The UN probe will investigate the attack at Khan al-Assal, but with a rigidly circumscribed scope. It can only assess whether chemical weapons were used, not assign responsibility for their deployment, reports Al Jazeera.

“The investigation has such a limited mandate,” said reporter Nisreen El-Shamayleh. “However, UN says that any investigation to the alleged use of chemical weapons inside Syria would serve as a deterrent in the future for either side, rebels or government, to use these weapons again.” 

Eastern Ghouta, where the rocket attacks took place Wednesday, has long been seen by both the Assad regime and rebel forces as a crucial gateway to the capital Damascus, The Guardian reports.

Activists have accused the government of refusing to allow aid convoys into the area, which hosts enclaves from several of the main opposition groups, and 15 civilians were killed during shelling of the area in April, reports Al Jazeera.

Whether the UN team will investigate this latest attack as part of its investigation has not yet been determined, according to the BBC.  

The head of the inspection mission, Ake Sellstrom, said he had seen TV footage of the latest attack but nothing more.

"It sounds like something that should be looked into," Mr Sellstrom told the Swedish TT news agency.

Mr Sellstrom said that whether his team went to the scene would depend on whether any UN member state went to the UN Secretary General and asked them to. 

Meanwhile, The New York Times reports that it was business as usual for the Assad propaganda machine Wednesday, as “Syrian state television continued with its normal morning programming, interviewing vendors at an outdoor market and hosting a talk show about astrology. A red banner flashed briefly at the bottom of the screen, saying there was “no truth whatsoever” to reports about the use of chemical weapons."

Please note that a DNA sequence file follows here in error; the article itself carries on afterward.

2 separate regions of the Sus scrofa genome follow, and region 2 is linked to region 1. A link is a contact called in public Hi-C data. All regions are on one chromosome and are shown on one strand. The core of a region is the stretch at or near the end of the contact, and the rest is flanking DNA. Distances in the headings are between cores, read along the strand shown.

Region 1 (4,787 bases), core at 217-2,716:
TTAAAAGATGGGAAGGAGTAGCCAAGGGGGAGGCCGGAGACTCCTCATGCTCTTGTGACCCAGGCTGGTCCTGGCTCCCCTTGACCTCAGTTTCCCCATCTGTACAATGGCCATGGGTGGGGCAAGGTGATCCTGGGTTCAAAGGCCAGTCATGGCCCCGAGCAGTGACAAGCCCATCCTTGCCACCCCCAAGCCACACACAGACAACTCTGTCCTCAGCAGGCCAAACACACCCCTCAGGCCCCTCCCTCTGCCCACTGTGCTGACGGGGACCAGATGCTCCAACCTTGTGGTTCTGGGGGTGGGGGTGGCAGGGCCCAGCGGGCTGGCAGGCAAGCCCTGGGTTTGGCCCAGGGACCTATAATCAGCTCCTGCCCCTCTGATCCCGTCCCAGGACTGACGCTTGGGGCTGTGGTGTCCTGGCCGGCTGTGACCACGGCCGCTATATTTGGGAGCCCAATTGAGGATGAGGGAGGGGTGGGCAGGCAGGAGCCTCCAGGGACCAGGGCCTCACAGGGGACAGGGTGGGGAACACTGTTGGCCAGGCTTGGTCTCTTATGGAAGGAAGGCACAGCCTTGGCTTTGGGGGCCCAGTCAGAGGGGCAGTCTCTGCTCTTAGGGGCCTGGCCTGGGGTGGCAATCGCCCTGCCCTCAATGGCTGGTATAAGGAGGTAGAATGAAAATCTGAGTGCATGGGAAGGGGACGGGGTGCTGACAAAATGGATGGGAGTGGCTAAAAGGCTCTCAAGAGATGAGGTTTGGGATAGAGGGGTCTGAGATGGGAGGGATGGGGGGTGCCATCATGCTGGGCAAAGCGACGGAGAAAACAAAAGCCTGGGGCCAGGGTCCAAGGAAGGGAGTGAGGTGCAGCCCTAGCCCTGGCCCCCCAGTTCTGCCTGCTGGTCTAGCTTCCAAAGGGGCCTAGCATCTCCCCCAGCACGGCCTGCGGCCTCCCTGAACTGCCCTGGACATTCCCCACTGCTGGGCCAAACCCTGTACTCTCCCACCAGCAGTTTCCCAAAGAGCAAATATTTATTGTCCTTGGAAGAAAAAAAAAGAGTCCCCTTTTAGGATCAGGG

Several foreign governments, however, quickly condemned the attack, with British Foreign Secretary William Hague saying it potentially marked “a shocking escalation in the use of chemical weapons in Syria.”

The Obama administration had previously called chemical weapons use a “red line” in the conflict that could prompt American military intervention, and as The Christian Science Monitor reported in June, many Americans see governmental use of chemical weapons – if confirmed – as a solid pretext for direct intervention.

An April Pew Research survey found plurality support (45 to 31 percent) for military action, "if it is confirmed that the Syrian government has used chemical weapons against anti-government groups," the HuffPost writers note. Similarly, a CNN/ORC survey in May found 68 percent thought military action justified "if the United States were able to present evidence that convinced you that the Syrian government has chemical weapons and has used them to kill civilians in that country."